Psychoanalyst Sandor Ferenczi also speculates on the connections between femaleness and water, but looks back even further than Morgan, albeit perhaps not quite as far as Schwenk, to the era in which life first evolved out of water. Ferenczi’s says that before there were any living organisms on land, there was no copulation involving penetration. Male-female penetrative sex later arose only after the drying up on oceans forced aquatic animals onto the land. “Before that there was no need for a womb to protect progeny since spawn could swim in water” explains Theweleit. “Water dwellers had only a single “exit” for everything, from excrement to sperm.” This narrative may be a performance of a kind of male misogynistic fantasy: females were forced to submit to being penetrated by penises and to being “turned into oceans.” “From then on, the female intercourse served as a substitute for the lost aquatic existence” (Theweleit: 292).
The experience of dry and wet touches the foundational perceptual scheme above/below because water travels downwards, and the driest places are always up high. So we can see how natural processes such as rivers, oceans, and floods, are associated with moisture and slime occurring in or upon the male body, especially the orifices (Thelewiet: 409). Theleweit describes how the swamp symbolizes the flowing, wet world associated with women; waters and swamps (real and imagined) can absorb objects without changing in the process: after an object sinks in, their surface becomes calm again. They are penetrable, “the impressionable medium par excellence” (Schwenk: 65), but can also trap and destroy. “In other words, they [swamps/waters] are remarkably alive; they can move autonomously, fast or slow, however they wish” (Theweleit: 409). Their hybrid (i.e. impure) condition, and their capacity for killing made them very well suited as “displaced” designations for danger and the forbidden. This attribute of leaving no traces of their activity, of closing up again after every action, invites the presence of hidden things, things from secret realms, from the domain of the dead, and since swamps became peaceful again afterwards, you cannot tell how dangerous they are, so it is easy for them to be seen as embodiments of deceptiveness; “A veil of mist over the wet lowlands” (Theleweit: 409).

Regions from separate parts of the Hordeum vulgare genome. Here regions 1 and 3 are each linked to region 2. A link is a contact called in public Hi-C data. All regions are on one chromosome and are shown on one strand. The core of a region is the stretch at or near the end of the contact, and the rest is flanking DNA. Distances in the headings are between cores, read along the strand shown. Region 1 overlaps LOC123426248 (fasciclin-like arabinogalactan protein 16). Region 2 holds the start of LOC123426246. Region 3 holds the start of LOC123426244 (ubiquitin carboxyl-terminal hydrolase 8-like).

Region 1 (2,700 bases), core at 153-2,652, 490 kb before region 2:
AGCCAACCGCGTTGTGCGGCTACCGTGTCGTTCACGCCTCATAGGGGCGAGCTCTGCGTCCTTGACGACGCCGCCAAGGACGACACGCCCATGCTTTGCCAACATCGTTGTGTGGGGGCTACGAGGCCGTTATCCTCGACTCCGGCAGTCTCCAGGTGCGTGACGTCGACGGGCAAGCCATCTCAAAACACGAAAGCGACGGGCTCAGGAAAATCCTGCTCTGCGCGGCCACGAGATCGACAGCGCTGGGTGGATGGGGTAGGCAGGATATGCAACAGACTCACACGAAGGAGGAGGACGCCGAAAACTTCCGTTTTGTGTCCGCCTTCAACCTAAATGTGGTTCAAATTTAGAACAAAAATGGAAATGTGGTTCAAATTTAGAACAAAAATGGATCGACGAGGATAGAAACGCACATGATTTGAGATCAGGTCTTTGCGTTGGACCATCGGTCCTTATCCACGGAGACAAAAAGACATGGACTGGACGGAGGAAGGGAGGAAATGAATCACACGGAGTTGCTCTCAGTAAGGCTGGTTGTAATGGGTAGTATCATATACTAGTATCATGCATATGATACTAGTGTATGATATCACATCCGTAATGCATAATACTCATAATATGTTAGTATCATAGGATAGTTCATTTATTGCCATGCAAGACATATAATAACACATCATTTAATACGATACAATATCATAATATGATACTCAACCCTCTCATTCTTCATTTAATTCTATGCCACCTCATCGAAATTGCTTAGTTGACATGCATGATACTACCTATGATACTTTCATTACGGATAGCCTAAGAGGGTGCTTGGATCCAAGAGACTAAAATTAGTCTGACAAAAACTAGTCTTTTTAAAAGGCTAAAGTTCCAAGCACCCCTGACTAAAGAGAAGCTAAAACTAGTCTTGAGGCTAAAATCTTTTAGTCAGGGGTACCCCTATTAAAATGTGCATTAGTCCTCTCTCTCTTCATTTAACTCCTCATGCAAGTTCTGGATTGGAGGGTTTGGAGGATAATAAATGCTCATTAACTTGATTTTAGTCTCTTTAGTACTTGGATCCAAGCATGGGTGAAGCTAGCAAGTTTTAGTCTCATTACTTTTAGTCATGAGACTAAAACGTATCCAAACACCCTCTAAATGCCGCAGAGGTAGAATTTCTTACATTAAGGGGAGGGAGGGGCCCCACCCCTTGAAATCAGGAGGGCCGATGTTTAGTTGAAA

The feminization of moisture and fluids is continually frustrating because men’s bodies are filled with fluids. Nevertheless, “[a]t some point, his bodily fluids must have been negativized to such an extent that they became the physical manifestations of all that was terrifying…the swamps of the vagina, with their slime and mire; the pap and slime of male semen; the film of sweat that settles on the stomach, thighs, and in the anal crevice, and that turns two pelvic regions into a subtropical landscape; the slimy stream of menstruation; the damp spot wherever bodies touch…the sticky wetness of hair soaked in sweat…the warm piss stream running down naked legs..” (Theweliet: 410-411).
So the image of the male body is closed anatomically (dry and clean) and this helps men become closed relationally (not dependent on others), detached like a bird. As a self-sufficient universe, the closed male body is not part of a network of relationships “but remains arrested in narcissistic awe” (Krondorfer 231), hence, it is not responsible to others. A body that is perceived as not wet and excreting cannot relate to other wet and excreting bodies. It is no accident that almost all tasks that have to do with bodily fluids the cleaning of bodies are done by women: changing diapers, nursing the wounds of the sick, wiping the anuses of the old, as well as working with fluids while cleaning toilets, dishes, and clothes (Theweleit 409-410, Krondorfer 231). However, a dry, closed body, warns Krondorfer, “isolates and imprisons man, and dries him up spiritually” (232).
I want to take what we know about above/below and dry/wet to interpret the popular iconography of bird and snake. We should include animals into our phenomenological and archetypal landscape informing gender identities because some of them, such as birds and snakes, would have been widely experienced. Animals were also the first images humans made, further evincing their significance. Seeing a subject from a different view can change its shape: the bird and the snake can open us to qualities of our own bodies that we missed before.